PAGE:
There’s also a fairly meaningless aside that’s included with it, talking about how this daughter of the shopkeeper is going after one of the player characters, but her older sister is the subject of gossip around town. It mentions that the sister is involved with one of the men from the sawmill, and this is what the shopkeeper’s daughter uses as an excuse to secure the PC’s help, as her father is ‘distracted’ by these rumors. When it turns into a scene from a Friday night sitcom, this detail is largely lost, as it was obviously just a ploy to get a character alone.
Except that it isn’t. The opening of this module has the PC’s sent to the sawmill. And one of the murder victims is none other than the older sister that was referenced earlier.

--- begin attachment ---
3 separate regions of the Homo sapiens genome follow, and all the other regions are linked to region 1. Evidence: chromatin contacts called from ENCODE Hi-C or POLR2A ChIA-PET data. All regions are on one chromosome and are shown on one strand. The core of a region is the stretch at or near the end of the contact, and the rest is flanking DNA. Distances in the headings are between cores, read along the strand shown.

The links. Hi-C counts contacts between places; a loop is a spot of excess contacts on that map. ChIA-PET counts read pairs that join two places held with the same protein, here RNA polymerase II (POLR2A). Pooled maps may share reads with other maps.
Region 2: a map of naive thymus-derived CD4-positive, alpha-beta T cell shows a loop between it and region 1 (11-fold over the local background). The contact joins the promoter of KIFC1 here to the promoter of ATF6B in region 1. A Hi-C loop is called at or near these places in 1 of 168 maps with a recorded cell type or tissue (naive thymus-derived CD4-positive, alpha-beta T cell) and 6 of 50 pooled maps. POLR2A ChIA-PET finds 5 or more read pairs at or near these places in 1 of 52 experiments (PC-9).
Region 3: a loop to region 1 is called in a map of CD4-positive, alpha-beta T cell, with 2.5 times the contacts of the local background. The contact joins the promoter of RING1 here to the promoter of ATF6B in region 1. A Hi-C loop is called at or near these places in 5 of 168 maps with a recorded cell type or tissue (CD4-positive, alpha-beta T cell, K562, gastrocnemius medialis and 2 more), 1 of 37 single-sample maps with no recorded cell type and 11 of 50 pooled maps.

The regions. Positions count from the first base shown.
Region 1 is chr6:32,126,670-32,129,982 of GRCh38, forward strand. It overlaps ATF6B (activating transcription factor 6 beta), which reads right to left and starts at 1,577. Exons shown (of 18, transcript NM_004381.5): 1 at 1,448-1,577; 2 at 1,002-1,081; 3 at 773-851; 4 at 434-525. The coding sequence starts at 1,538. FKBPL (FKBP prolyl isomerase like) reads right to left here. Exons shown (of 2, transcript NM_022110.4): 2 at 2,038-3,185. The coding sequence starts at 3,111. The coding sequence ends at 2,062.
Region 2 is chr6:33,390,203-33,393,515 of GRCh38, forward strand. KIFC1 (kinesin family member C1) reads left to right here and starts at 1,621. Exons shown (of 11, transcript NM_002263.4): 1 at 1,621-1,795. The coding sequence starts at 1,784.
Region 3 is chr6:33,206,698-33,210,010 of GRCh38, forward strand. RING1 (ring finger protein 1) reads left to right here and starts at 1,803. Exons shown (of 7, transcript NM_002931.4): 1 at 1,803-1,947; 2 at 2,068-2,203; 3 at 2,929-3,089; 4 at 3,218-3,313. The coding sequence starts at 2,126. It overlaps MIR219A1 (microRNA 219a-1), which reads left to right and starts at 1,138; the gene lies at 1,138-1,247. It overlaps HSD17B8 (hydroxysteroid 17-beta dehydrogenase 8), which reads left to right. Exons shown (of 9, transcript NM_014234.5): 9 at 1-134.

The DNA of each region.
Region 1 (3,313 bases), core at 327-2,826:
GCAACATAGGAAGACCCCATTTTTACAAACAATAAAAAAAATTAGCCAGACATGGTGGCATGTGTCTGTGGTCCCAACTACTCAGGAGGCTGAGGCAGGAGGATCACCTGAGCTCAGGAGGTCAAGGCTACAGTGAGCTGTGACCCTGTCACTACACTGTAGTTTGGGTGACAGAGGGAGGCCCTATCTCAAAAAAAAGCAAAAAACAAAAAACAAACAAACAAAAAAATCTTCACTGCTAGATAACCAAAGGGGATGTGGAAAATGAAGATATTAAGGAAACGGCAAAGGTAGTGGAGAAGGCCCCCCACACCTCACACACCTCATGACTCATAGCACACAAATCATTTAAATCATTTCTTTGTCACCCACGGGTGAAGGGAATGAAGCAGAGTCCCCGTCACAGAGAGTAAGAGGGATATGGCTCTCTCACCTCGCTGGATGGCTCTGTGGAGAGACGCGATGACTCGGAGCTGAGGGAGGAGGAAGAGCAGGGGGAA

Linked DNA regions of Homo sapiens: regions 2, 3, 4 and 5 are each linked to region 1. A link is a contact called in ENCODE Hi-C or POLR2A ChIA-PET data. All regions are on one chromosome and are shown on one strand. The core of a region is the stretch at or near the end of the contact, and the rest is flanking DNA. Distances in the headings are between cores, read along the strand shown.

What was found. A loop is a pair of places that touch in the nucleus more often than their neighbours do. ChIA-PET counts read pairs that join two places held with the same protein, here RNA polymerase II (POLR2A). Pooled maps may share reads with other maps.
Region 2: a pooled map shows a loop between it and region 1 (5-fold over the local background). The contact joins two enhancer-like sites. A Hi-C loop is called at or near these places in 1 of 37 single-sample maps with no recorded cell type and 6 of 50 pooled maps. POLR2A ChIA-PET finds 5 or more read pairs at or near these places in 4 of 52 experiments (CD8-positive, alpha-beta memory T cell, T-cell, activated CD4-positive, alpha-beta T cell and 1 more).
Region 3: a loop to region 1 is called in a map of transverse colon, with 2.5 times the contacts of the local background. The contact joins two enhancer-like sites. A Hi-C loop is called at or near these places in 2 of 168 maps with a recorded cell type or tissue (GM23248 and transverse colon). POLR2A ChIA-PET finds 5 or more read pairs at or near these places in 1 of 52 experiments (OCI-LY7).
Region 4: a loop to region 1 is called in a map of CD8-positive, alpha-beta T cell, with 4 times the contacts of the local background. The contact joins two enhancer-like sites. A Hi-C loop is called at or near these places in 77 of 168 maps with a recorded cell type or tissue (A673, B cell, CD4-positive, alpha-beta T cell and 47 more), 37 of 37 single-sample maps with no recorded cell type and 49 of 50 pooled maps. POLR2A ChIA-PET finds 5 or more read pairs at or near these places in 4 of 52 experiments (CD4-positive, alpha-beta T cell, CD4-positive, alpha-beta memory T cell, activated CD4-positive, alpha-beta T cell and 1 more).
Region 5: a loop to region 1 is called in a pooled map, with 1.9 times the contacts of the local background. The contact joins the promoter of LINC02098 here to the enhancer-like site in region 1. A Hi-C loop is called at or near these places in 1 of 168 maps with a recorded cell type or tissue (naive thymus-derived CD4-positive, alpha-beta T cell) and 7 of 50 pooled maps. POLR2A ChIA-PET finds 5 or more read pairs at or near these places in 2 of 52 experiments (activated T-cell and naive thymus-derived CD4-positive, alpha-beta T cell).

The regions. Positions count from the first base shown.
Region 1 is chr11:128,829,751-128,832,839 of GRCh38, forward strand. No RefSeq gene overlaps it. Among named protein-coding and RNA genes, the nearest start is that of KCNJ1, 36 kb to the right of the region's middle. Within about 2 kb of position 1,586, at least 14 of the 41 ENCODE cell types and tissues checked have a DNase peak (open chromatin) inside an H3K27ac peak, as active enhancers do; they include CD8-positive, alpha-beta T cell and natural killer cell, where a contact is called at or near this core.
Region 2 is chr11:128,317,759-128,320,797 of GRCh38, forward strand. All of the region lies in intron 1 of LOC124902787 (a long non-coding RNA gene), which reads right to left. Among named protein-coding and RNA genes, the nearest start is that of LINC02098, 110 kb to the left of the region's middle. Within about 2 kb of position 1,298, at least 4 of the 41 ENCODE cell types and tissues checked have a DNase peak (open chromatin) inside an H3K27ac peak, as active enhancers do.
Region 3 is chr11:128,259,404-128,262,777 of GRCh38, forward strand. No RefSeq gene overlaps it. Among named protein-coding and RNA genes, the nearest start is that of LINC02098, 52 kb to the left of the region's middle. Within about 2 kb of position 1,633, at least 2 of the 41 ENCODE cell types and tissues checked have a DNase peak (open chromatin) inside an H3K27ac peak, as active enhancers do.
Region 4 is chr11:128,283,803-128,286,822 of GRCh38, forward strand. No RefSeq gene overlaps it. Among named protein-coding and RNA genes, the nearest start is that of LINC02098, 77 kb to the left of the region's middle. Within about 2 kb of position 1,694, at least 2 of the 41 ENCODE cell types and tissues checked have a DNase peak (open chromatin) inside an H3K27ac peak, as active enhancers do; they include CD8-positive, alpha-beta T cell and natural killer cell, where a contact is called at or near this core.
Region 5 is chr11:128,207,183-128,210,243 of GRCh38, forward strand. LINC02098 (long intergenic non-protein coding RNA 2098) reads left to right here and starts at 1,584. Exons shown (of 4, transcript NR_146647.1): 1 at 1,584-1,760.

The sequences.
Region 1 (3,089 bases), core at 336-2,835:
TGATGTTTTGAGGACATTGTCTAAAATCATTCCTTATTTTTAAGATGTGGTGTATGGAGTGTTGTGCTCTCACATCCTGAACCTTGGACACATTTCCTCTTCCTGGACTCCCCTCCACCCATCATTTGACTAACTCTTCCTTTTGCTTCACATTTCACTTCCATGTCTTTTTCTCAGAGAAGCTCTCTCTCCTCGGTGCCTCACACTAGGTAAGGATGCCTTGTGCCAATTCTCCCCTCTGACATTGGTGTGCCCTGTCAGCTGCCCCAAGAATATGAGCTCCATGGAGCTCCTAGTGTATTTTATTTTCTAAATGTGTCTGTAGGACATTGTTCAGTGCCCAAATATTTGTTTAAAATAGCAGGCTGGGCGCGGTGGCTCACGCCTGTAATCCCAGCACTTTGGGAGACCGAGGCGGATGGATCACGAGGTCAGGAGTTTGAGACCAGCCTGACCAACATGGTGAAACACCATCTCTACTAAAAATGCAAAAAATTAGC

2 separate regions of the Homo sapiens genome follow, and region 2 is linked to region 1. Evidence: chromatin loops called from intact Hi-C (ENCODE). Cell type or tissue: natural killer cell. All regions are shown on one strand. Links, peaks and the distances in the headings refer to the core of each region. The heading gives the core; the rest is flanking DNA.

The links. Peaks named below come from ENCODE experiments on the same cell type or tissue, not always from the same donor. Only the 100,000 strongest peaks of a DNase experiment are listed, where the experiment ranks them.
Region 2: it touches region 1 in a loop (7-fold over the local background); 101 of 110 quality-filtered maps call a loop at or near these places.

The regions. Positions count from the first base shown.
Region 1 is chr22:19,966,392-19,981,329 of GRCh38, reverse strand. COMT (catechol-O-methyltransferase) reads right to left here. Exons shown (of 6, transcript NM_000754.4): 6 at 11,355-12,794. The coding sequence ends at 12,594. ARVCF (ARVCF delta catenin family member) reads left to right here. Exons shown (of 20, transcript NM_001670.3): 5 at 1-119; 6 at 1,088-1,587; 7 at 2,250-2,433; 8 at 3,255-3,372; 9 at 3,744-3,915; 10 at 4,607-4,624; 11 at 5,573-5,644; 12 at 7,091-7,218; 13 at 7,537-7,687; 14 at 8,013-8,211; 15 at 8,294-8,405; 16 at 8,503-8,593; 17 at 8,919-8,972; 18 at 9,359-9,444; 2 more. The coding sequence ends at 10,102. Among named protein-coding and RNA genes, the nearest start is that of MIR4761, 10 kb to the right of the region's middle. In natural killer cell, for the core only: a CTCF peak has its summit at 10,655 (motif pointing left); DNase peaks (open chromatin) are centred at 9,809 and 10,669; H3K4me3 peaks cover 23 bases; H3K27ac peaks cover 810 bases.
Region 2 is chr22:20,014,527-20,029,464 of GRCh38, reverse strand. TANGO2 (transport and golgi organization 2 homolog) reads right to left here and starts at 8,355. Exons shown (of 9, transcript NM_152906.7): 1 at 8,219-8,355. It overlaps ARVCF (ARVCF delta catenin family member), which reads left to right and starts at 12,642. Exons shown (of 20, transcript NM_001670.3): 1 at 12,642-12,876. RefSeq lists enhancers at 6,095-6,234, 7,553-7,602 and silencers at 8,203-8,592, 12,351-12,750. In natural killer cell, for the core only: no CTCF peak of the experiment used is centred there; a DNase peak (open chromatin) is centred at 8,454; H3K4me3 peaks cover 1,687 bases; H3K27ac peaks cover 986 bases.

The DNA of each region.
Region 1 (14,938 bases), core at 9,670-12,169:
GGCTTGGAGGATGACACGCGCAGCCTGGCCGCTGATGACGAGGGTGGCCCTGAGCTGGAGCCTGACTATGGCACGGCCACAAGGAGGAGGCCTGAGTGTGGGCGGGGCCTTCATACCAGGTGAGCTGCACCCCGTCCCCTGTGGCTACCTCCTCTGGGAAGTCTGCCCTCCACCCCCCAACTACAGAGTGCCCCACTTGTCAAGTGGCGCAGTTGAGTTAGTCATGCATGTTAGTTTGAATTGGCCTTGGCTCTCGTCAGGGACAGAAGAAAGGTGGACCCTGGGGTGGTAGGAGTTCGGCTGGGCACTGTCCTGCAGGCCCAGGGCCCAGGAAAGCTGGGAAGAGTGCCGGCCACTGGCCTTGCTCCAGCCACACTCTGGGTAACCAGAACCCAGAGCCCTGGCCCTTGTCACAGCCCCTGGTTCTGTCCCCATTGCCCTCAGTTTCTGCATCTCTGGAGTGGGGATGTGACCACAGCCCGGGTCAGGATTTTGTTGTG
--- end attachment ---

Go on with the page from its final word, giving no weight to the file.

Like so many details of this module series, there are things that become obvious in retrospect and would have been played up more dramatically, had the GM only known that such seemingly unimportant details would later become relevant to the plot. As a player, I only vaguely remembered the shopkeeper in general, as the scenario was just another in a series of weird background events that served as a buffer between more important happenings. These modules push the idea of the familiar nature of the community, but most of this is built into backstory, rather than explored over the course of the adventures. I can’t fault Paizo for this, given the limited amount of space that they have to work with, but it seriously underscores the need for GM advice to take on these aspects for their own games. Had we spent more time in the town, outside of the requirements of the main plot events, there might have been a greater sense of the way everything fit together.